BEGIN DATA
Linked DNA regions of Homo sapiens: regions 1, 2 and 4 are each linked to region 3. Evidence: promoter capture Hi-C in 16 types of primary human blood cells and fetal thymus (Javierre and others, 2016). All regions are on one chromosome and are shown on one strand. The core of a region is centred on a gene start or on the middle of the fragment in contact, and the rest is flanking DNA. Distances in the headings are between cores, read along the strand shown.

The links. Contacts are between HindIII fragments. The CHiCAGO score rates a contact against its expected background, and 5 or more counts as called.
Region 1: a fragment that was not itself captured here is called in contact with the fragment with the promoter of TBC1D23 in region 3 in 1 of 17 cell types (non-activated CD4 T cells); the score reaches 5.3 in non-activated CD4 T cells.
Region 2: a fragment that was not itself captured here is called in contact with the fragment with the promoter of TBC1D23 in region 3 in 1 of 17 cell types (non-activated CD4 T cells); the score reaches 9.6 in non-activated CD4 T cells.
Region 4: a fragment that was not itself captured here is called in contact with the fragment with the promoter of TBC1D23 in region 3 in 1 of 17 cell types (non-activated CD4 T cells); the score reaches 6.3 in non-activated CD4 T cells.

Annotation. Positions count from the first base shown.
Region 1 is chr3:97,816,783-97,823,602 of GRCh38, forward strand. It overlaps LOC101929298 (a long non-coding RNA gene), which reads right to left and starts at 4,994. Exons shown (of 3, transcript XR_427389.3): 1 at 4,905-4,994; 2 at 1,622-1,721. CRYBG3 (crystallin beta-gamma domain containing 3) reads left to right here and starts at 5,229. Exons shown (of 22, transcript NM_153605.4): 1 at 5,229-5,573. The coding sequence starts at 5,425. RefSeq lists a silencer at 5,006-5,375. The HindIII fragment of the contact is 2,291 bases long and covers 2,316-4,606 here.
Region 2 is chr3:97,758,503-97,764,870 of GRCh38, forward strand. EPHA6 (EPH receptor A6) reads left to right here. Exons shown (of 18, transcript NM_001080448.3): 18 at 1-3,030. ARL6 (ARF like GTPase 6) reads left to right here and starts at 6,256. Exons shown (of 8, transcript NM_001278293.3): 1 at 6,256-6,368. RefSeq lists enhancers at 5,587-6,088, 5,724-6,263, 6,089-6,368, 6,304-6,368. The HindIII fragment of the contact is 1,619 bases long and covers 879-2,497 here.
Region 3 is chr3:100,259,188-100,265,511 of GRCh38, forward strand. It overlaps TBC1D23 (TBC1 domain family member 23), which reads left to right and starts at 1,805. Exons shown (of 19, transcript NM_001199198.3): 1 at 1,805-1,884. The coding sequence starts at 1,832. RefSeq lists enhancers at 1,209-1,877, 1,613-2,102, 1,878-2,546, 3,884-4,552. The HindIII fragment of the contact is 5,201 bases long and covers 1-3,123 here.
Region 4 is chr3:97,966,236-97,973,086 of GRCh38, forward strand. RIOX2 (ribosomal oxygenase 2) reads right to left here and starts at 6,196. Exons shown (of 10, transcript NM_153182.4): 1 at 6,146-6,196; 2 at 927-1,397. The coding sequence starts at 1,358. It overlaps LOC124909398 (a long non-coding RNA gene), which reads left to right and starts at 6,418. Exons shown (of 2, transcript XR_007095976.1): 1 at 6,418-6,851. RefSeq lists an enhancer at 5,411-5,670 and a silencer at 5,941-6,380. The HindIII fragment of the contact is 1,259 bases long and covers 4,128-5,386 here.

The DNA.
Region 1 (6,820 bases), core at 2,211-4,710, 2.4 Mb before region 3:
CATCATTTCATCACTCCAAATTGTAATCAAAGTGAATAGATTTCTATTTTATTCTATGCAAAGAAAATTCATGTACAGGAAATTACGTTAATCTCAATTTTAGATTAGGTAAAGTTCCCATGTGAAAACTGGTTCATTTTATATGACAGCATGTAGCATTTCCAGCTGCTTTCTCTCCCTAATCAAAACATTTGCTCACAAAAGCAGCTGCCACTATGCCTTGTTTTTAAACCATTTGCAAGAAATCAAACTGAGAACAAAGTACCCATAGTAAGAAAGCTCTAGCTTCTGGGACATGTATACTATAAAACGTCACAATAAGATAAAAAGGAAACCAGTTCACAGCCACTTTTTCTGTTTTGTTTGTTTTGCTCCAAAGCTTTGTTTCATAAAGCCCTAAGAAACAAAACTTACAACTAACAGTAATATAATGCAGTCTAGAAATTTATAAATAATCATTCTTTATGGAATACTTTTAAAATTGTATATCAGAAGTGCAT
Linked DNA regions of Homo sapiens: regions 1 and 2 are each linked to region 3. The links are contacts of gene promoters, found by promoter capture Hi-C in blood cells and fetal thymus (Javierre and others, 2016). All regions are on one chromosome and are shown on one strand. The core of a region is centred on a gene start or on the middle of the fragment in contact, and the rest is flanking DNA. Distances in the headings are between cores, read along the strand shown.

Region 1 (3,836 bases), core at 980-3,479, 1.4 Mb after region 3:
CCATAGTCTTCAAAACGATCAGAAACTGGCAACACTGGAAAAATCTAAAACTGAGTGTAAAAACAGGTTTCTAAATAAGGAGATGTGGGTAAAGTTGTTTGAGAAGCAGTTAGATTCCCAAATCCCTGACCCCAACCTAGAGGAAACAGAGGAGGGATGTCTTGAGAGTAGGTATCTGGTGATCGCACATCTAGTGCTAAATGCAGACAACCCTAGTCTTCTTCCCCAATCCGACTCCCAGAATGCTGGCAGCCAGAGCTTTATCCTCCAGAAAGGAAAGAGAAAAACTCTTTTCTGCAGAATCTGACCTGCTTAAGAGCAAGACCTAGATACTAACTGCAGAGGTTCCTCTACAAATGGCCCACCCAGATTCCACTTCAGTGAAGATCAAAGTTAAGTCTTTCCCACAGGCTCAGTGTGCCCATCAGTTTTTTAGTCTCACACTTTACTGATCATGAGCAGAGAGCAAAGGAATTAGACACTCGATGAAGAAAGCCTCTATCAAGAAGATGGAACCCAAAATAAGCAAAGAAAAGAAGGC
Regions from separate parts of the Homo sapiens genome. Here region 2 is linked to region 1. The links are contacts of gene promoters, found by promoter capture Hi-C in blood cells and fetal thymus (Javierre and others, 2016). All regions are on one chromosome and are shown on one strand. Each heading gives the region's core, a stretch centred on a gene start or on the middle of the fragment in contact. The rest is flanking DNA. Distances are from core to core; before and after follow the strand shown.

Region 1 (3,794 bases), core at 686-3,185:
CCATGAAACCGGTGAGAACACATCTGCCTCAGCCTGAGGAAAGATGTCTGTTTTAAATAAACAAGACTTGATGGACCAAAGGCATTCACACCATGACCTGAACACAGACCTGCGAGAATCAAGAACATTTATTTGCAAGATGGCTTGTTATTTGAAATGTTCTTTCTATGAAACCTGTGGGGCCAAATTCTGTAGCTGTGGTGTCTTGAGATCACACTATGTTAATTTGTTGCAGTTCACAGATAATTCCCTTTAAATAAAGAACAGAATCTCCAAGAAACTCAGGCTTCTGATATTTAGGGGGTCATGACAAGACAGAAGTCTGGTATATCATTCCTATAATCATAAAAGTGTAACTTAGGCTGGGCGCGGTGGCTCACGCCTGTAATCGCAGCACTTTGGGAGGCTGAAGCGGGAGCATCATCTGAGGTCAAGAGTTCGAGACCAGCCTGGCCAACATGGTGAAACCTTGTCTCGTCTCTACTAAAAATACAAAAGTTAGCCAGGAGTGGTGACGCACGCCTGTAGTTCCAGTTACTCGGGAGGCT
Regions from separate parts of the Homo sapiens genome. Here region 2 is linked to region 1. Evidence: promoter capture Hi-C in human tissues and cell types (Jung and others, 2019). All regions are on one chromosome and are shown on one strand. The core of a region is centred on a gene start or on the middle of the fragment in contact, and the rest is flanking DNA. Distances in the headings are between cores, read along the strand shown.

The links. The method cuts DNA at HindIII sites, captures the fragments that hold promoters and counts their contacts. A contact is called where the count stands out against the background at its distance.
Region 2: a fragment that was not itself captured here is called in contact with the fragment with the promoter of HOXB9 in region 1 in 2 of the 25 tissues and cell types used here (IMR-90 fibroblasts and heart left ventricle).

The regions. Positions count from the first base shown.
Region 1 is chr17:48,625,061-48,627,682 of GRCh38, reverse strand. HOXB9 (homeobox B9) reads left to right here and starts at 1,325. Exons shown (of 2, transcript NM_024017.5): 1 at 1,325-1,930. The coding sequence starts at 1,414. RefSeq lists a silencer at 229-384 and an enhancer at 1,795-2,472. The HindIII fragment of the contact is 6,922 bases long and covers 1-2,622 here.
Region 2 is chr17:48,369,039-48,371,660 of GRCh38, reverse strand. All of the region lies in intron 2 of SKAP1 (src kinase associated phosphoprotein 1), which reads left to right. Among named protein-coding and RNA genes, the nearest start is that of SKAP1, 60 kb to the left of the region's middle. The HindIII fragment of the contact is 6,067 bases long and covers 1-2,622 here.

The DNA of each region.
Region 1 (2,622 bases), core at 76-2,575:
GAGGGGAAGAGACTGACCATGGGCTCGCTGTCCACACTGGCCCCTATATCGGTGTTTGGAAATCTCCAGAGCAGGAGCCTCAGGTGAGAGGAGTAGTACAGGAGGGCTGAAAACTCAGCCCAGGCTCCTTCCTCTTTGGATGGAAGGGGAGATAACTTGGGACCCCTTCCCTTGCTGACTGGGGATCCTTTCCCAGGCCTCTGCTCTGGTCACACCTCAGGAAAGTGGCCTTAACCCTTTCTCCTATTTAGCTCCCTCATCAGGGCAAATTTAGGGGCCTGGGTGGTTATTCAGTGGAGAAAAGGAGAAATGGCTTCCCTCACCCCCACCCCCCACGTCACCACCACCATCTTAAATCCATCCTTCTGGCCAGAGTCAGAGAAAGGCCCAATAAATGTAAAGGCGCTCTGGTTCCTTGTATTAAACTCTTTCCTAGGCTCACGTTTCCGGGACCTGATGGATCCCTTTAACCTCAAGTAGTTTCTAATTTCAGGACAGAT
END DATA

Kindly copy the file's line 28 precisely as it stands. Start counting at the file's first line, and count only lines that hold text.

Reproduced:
GAGGGGAAGAGACTGACCATGGGCTCGCTGTCCACACTGGCCCCTATATCGGTGTTTGGAAATCTCCAGAGCAGGAGCCTCAGGTGAGAGGAGTAGTACAGGAGGGCTGAAAACTCAGCCCAGGCTCCTTCCTCTTTGGATGGAAGGGGAGATAACTTGGGACCCCTTCCCTTGCTGACTGGGGATCCTTTCCCAGGCCTCTGCTCTGGTCACACCTCAGGAAAGTGGCCTTAACCCTTTCTCCTATTTAGCTCCCTCATCAGGGCAAATTTAGGGGCCTGGGTGGTTATTCAGTGGAGAAAAGGAGAAATGGCTTCCCTCACCCCCACCCCCCACGTCACCACCACCATCTTAAATCCATCCTTCTGGCCAGAGTCAGAGAAAGGCCCAATAAATGTAAAGGCGCTCTGGTTCCTTGTATTAAACTCTTTCCTAGGCTCACGTTTCCGGGACCTGATGGATCCCTTTAACCTCAAGTAGTTTCTAATTTCAGGACAGAT